Britain has voted to leave the European Union, results from Thursday’s landmark referendum showed, an outcome that sets the country on an uncertain path and deals the largest setback to European efforts to forge greater unity since World War Two.
World financial markets dived as nearly complete results showed a 51.8/48.2 percent split for leaving. Sterling suffered its biggest one-day fall of more than 10 percent against the dollar, hitting a 31-year low on market fears the decision will hit investment in the world’s 5th largest economy.
The vote will initiate at least two years of messy divorce proceedings with the EU, raise questions over London’s role as a global financial capital and put huge pressure on Prime Minister David Cameron to resign, though he pledged during the campaign to stay on whatever the result.
The euro slumped more than 3 percent against the dollar on concerns a Brexit vote will do wider economic and political damage to what will become a 27-member union. Investors poured into safe-haven assets including gold, and the yen surged. European shares were on course to open 6 to 7.5 percent lower.
There was no immediate comment from the Bank of England. Global policymakers prepared for action to stabilize markets, with Japanese Finance Minister Taro Aso promising to “respond as needed” in the currency market.
Yet there was euphoria among Britain’s eurosceptic forces, claiming a victory they styled as a protest against British political leaders, big business and foreign leaders including Barack Obama who had urged Britain to stay in the bloc.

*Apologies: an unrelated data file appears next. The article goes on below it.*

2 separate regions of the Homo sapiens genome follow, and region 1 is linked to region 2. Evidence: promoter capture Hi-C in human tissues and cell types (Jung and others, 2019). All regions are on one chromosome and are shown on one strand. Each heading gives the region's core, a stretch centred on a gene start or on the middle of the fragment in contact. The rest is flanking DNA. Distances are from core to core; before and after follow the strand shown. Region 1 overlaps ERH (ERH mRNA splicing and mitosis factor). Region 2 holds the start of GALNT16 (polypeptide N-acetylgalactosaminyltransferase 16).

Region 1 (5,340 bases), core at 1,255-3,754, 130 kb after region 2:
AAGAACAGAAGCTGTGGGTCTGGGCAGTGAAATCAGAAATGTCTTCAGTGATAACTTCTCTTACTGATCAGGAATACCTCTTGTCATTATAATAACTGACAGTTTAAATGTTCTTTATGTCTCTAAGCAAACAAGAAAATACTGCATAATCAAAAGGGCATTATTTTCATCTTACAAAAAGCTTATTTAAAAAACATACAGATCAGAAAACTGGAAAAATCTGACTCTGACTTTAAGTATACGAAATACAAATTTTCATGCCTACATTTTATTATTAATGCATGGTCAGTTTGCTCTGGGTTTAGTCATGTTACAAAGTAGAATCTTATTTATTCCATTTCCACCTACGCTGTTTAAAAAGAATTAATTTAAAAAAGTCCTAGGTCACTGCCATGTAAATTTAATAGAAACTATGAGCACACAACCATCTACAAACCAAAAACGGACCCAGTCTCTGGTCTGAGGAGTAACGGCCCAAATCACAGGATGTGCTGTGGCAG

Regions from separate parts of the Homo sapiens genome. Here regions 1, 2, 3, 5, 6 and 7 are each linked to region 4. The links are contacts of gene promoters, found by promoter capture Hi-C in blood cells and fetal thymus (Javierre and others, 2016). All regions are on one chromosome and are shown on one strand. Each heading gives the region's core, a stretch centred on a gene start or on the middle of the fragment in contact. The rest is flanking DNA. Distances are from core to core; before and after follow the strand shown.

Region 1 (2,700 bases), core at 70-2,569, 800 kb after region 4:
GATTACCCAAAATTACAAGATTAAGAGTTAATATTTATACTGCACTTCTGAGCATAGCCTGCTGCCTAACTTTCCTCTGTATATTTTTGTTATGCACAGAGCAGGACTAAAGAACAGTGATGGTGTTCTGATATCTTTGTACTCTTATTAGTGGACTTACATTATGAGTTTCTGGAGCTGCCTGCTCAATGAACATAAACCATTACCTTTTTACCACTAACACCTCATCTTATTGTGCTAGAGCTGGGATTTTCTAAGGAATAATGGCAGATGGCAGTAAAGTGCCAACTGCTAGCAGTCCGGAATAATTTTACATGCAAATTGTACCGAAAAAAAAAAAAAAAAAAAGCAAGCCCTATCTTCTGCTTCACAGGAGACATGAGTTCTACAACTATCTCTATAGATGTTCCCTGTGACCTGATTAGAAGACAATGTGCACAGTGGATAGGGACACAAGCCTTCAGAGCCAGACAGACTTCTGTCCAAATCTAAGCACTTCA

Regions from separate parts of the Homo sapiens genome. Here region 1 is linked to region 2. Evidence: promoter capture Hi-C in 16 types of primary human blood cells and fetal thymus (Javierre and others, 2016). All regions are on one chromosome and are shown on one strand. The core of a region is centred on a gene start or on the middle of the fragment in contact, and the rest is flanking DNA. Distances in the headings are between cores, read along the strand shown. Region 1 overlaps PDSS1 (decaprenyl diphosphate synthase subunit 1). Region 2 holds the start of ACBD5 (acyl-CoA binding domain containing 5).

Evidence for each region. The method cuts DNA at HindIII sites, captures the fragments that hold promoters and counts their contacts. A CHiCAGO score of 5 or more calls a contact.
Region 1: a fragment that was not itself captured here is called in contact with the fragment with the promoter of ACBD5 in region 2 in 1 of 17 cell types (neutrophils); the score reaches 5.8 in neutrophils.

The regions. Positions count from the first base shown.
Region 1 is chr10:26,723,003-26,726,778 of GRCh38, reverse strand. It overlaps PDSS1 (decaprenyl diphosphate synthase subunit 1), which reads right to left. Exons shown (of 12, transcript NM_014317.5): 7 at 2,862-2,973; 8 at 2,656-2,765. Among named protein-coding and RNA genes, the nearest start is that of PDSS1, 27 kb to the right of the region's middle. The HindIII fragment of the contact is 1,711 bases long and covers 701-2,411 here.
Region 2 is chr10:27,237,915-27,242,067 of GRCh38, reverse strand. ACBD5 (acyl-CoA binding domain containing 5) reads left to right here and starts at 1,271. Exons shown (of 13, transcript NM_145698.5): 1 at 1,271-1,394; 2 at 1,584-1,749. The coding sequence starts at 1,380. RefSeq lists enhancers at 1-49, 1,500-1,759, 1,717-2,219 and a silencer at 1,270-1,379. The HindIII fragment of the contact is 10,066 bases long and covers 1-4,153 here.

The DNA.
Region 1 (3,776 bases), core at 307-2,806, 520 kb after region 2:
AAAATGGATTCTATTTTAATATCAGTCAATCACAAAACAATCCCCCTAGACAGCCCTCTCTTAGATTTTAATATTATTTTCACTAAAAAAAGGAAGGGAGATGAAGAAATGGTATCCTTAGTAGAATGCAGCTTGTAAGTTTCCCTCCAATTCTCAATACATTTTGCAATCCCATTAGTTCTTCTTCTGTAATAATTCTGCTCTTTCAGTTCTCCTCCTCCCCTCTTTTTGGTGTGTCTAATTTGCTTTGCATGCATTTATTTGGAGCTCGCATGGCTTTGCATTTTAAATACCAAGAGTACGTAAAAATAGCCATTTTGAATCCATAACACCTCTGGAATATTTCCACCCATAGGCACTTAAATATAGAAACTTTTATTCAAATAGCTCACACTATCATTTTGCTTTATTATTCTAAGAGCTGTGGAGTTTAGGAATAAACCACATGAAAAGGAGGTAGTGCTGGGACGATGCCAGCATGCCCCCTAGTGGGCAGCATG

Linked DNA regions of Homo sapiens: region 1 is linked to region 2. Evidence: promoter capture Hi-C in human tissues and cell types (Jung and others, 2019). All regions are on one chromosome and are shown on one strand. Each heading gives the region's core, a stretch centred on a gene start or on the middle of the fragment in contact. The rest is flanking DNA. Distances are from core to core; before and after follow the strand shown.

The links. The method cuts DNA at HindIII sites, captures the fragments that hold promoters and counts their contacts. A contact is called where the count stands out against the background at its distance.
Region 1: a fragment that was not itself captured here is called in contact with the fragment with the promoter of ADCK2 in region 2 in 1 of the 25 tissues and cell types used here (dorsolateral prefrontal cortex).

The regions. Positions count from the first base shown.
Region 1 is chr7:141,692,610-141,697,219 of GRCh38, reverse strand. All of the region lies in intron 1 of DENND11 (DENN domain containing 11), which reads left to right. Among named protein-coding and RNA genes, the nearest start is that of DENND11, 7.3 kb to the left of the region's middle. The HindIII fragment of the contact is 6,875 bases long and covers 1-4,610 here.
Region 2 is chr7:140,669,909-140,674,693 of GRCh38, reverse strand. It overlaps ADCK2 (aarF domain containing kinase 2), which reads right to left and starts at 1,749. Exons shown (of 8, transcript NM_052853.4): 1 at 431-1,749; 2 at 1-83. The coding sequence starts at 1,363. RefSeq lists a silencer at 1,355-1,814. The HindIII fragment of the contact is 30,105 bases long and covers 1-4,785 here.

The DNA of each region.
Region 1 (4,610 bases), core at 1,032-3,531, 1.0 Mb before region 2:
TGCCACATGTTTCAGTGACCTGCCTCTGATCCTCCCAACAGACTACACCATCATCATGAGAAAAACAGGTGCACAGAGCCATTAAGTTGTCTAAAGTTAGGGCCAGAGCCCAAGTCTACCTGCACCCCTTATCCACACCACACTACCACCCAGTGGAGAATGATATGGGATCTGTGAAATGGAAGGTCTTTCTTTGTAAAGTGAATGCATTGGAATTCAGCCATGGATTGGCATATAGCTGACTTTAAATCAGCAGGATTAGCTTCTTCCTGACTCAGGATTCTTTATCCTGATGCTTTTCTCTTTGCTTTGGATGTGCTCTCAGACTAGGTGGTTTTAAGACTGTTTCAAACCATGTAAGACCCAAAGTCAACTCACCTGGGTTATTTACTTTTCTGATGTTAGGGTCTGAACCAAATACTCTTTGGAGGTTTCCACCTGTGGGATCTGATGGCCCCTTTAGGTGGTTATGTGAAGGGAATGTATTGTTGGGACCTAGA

“Dare to dream that the dawn is breaking on an independent United Kingdom,” said Nigel Farage, leader of the eurosceptic UK Independence Party.
“If the predictions are right, this will be a victory for real people, a victory for ordinary people, a victory for decent people … Let June 23 go down in our history as our independence day.”
He called the EU a “doomed project”.
By 5.41 a.m. (0441 GMT), 93 percent of the vote had been counted, making Leave’s lead impossible to reverse.
Asked if Cameron, who called the referendum in 2013 and campaigned to stay in the bloc, should resign if Britain voted for Brexit, Farage said: “Immediately.”
An aide working in Cameron’s office told reporters: “We’re in uncharted territory… Everyone’s just really tired. They haven’t slept.”
The United Kingdom itself now faces a threat to its survival, as Scotland voted 62 percent in favor of staying in the EU and is likely to press for a new referendum on whether to become independent after its 2014 vote to stay in the UK.
Scottish First Minister Nicola Sturgeon said Thursday’s vote “makes clear that the people of Scotland see their future as part of the European Union.”
Northern Ireland’s largest Irish nationalist party, Sinn Fein, said the result intensified the case for a vote on whether to quit the United Kingdom.